Rabbi in Ofen and dayyan in Budapest; born at Alt-Ofen; died Feb. 2, 1837. A descendant of Rabbi Löwe ben Bezaleel, he was one of the pioneers of enlightenment in Hungary. His works include: "Bet Rabbi" (Vienna, 1805), i.e., a biography of Judah ha-Nasi, part of which was included in Schmid's Mishnah edition in 1815; "Ben Yoḥai," a defense of the genuineness of the Zohar (ib. 1815); "Ha-Maẓref," a Hebrew letter-writer (vol. i., Prague, 1820; vol. ii., Vienna, 1857). His responsum in "Nogah ha-Ẓedeḳ" (Dessau, 1818), in which he permits the introduction of the organ into the synagogue, created a great stir. A part of his manuscript is to be found in the library of the rabbinical seminary at Budapest.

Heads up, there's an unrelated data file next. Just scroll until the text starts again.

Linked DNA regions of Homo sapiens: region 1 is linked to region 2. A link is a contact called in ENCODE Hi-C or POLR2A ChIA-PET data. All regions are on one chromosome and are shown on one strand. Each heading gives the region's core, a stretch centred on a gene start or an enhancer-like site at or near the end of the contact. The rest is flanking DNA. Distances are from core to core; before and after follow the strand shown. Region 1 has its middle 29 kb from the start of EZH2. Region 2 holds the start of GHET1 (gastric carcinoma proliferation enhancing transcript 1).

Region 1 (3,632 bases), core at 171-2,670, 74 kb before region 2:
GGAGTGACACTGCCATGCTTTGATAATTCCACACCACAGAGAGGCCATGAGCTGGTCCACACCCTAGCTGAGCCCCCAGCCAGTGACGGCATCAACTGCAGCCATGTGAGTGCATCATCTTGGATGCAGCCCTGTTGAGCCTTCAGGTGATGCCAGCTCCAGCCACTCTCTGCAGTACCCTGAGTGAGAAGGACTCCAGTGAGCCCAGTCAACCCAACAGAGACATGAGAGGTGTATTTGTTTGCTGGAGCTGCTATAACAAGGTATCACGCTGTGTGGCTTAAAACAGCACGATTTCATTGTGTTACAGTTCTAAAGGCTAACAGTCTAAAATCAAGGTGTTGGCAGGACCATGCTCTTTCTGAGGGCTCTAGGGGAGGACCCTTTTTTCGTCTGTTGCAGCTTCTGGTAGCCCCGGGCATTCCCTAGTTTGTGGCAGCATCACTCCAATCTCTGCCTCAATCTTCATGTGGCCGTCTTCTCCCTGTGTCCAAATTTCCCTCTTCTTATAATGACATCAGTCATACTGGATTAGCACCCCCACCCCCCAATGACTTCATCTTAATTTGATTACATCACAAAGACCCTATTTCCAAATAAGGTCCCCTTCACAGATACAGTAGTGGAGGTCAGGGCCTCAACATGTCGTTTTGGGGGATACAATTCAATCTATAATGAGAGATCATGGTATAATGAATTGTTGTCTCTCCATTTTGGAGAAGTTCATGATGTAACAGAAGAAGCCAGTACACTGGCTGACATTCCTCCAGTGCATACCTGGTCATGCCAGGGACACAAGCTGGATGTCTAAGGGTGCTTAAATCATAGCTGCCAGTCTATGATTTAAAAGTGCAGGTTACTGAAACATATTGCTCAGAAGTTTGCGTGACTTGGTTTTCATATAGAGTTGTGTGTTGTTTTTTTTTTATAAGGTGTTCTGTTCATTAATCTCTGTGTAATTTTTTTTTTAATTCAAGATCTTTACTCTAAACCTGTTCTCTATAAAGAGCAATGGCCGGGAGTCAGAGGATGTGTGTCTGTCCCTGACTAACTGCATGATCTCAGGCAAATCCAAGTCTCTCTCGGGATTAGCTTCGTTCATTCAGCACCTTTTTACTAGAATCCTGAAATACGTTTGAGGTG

• Büchler, A Zsidók Története Budapesten;
  • Ignatz Reich, Beth-El, i. 169-176.
S. A. Bü.
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